What a great series on old Asheville concerning events that were not long ago at all. Change is swift in this country. The latest trends are sometimes weekly and quarterly. We suggest that you publish the entire series of articles, “Looking Back 20 Years,” including the relevant letters to the editor. These articles, of course, […]
I’ve totally enjoyed the trip down memory lane in the last three issues of Mountain Xpress, and I’m grateful for having had the opportunity to be a small part of it back when. I know it’s always been a team effort at Mountain Xpress, but Jeff Fobes deserves mountains of credit for what he achieved […]
Love, love, love your “XX YEARS Anniversary Issue.” Living here since 1987 has indeed been a good ride, and the Greenline/Xpress has definitely figured into the mix. It’s so interesting and amusing to read the various takes from an assortment of writers, directors and outlaws. I particularly enjoyed reading Michael Plemmons’ story [“The Day Hazel Fobes […]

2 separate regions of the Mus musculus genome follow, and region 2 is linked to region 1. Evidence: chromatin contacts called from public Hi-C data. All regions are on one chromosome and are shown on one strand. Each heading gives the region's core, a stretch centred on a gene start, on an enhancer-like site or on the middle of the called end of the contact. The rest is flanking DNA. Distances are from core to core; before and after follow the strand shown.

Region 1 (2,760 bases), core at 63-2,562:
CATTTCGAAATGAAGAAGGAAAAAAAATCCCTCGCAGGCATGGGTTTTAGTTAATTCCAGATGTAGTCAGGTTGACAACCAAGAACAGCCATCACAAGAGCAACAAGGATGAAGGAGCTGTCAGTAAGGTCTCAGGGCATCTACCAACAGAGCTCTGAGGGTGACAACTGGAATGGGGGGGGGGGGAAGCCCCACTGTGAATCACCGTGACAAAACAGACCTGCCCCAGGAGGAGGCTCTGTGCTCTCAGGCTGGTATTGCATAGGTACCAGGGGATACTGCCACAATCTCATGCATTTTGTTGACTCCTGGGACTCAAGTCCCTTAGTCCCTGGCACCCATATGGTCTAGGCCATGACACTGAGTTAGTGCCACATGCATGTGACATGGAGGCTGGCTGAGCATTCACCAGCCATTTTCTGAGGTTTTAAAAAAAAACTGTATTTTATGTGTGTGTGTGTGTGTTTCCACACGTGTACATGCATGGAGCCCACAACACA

When Council discussed ideas for renovating Pritchard Park downtown AT A DATE WORKSESSION, then-Mayor Russ Martin suggested using a 1940s trolley as a central piece to the park
I truly enjoyed the last edition [Sept. 3] of Mountain Xpress. There was the sense of history, “been-there-done-that” and what it was and what it has become, but that is where my enjoyment ended. Asheville has become its own worst nightmare, becoming the land of wealthy bank accounts and Land Rovers. Although the aforementioned won’t realize it […]
I moved to Asheville in 1996 from Santa Barbara, Calif. We had a great drum circle community out there. Every Sunday at a park, down by the beach, from early afternoon until late in the night, we would gather and drum and dance and enjoy all the beauty there. I really missed the circle when […]
Remember when Stone Soup was the happening place to be seen eating lunch and the Gilberts greeted you with a smile every day with their homemade bread and soups? Remember when Wall Street was deserted (no foot traffic)? Self -Help Credit Union, with the help of Julian Price (and other donors) helped to rehab the […]